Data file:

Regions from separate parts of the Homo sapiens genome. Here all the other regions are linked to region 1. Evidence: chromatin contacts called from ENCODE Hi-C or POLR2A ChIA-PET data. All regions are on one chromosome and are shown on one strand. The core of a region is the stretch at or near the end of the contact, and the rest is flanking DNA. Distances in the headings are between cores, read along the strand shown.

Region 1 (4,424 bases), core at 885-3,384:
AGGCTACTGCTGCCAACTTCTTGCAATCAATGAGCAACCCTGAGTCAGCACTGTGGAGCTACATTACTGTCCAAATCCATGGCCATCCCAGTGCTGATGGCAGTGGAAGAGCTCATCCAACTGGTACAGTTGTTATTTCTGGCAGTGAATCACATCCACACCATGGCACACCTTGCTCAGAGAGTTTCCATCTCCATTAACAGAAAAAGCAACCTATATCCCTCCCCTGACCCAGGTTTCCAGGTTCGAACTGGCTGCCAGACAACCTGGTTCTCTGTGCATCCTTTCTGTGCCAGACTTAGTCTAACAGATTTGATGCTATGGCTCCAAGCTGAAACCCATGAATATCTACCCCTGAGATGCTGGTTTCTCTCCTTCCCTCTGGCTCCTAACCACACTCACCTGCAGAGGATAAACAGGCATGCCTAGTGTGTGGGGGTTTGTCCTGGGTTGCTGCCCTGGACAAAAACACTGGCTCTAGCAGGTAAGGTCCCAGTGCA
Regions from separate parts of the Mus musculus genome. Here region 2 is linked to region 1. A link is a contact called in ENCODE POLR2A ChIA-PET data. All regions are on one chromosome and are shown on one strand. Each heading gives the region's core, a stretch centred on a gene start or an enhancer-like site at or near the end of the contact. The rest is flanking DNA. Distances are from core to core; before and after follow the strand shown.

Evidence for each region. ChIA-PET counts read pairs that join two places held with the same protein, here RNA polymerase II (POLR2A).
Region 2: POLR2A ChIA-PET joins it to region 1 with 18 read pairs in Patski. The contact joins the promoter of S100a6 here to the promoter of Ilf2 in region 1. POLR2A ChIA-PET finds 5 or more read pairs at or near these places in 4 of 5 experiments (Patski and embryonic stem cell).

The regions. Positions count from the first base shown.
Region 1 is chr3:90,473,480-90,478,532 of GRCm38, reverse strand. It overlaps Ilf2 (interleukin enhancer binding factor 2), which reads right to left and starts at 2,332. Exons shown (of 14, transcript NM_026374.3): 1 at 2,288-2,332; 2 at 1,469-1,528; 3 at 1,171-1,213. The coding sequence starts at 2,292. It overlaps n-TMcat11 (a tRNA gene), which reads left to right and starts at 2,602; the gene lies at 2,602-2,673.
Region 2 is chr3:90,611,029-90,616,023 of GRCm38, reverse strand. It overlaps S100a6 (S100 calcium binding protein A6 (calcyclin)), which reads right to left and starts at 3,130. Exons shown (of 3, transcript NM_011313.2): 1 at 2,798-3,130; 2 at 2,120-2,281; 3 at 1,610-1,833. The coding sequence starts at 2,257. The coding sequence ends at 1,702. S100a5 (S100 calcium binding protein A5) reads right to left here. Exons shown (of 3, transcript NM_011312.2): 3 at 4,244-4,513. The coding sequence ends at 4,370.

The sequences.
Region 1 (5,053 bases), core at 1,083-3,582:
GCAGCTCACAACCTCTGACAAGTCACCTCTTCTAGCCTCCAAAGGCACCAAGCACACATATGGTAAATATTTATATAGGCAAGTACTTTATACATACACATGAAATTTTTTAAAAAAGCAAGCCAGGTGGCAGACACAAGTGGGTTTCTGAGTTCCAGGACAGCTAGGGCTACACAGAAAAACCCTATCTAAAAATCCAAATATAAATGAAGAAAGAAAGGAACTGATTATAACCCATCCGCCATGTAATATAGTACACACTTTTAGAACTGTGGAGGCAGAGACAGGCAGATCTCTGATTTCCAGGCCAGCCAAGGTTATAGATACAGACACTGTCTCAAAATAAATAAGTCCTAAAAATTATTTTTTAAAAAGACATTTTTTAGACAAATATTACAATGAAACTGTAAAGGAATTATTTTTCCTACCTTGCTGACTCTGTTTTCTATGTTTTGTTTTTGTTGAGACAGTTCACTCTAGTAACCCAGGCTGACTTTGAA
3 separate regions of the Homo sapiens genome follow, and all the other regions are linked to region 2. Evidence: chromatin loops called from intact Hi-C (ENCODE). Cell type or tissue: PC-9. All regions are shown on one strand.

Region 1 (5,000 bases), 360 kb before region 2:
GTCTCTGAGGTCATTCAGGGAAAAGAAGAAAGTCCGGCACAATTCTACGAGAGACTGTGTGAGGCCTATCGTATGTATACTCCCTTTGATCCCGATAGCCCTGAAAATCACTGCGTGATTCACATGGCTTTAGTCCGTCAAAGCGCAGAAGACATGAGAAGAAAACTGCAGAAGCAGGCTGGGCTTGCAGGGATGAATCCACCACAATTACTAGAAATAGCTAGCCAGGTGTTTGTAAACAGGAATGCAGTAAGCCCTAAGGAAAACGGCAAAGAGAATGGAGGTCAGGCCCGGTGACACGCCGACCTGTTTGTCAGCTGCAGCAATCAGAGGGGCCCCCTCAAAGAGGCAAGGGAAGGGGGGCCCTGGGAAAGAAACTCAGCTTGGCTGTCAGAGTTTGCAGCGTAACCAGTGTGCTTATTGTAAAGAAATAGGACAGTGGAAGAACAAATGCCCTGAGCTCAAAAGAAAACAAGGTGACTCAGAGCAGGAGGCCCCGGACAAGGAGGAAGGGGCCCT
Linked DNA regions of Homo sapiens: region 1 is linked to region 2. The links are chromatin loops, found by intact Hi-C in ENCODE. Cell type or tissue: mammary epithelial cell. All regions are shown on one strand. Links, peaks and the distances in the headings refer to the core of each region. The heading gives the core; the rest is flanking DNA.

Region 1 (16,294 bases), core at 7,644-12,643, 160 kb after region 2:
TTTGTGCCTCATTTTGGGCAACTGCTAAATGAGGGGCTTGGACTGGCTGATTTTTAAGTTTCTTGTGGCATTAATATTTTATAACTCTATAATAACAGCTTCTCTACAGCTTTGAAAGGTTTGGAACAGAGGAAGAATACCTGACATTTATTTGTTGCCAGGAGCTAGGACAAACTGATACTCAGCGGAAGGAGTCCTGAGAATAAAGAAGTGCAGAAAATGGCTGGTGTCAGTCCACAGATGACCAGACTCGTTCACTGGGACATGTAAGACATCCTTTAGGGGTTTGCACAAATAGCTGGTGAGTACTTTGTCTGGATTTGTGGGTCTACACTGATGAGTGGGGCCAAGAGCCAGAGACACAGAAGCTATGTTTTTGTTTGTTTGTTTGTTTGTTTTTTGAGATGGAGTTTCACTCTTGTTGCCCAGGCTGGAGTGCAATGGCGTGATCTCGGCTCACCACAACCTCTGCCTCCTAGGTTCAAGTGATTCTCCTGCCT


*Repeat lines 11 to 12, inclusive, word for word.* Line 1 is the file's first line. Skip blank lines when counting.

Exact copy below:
Region 1 (5,053 bases), core at 1,083-3,582:
GCAGCTCACAACCTCTGACAAGTCACCTCTTCTAGCCTCCAAAGGCACCAAGCACACATATGGTAAATATTTATATAGGCAAGTACTTTATACATACACATGAAATTTTTTAAAAAAGCAAGCCAGGTGGCAGACACAAGTGGGTTTCTGAGTTCCAGGACAGCTAGGGCTACACAGAAAAACCCTATCTAAAAATCCAAATATAAATGAAGAAAGAAAGGAACTGATTATAACCCATCCGCCATGTAATATAGTACACACTTTTAGAACTGTGGAGGCAGAGACAGGCAGATCTCTGATTTCCAGGCCAGCCAAGGTTATAGATACAGACACTGTCTCAAAATAAATAAGTCCTAAAAATTATTTTTTAAAAAGACATTTTTTAGACAAATATTACAATGAAACTGTAAAGGAATTATTTTTCCTACCTTGCTGACTCTGTTTTCTATGTTTTGTTTTTGTTGAGACAGTTCACTCTAGTAACCCAGGCTGACTTTGAA